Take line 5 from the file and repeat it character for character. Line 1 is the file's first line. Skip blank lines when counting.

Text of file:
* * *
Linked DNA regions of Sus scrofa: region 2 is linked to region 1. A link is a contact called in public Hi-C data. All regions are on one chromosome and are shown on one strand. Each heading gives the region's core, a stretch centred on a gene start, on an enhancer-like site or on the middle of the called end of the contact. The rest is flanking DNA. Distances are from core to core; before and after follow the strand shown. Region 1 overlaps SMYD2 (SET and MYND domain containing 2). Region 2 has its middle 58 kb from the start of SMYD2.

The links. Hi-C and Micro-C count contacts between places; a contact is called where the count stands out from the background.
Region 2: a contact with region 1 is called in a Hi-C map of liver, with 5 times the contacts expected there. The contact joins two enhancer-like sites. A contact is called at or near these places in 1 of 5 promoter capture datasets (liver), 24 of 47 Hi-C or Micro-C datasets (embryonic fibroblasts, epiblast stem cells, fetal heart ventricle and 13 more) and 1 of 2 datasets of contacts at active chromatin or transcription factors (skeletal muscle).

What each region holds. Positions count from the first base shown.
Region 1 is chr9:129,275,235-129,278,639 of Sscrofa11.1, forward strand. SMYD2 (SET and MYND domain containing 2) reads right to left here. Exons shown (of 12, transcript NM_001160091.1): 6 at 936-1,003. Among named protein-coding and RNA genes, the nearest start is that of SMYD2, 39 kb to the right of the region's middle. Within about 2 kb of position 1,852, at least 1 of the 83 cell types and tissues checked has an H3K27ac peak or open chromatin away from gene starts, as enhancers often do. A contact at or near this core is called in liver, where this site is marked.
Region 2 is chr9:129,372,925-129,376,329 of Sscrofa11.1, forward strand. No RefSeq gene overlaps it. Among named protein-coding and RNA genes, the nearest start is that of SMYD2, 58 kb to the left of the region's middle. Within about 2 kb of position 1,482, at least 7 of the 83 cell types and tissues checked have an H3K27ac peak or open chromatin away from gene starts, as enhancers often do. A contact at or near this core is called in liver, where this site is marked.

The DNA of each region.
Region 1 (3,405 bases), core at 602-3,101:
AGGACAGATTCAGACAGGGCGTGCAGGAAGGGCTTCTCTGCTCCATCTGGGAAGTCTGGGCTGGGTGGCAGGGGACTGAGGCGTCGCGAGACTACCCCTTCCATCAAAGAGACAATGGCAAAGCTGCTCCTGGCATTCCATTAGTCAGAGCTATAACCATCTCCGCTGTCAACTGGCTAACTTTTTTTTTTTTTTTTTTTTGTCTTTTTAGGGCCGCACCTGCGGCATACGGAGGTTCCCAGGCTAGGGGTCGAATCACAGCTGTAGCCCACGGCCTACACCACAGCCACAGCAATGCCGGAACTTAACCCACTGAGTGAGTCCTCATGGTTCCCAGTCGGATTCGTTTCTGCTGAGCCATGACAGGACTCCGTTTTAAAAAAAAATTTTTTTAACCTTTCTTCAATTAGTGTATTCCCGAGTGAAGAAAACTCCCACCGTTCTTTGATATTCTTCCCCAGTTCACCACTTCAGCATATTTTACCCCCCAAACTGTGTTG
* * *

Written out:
Region 1 is chr9:129,275,235-129,278,639 of Sscrofa11.1, forward strand. SMYD2 (SET and MYND domain containing 2) reads right to left here. Exons shown (of 12, transcript NM_001160091.1): 6 at 936-1,003. Among named protein-coding and RNA genes, the nearest start is that of SMYD2, 39 kb to the right of the region's middle. Within about 2 kb of position 1,852, at least 1 of the 83 cell types and tissues checked has an H3K27ac peak or open chromatin away from gene starts, as enhancers often do. A contact at or near this core is called in liver, where this site is marked.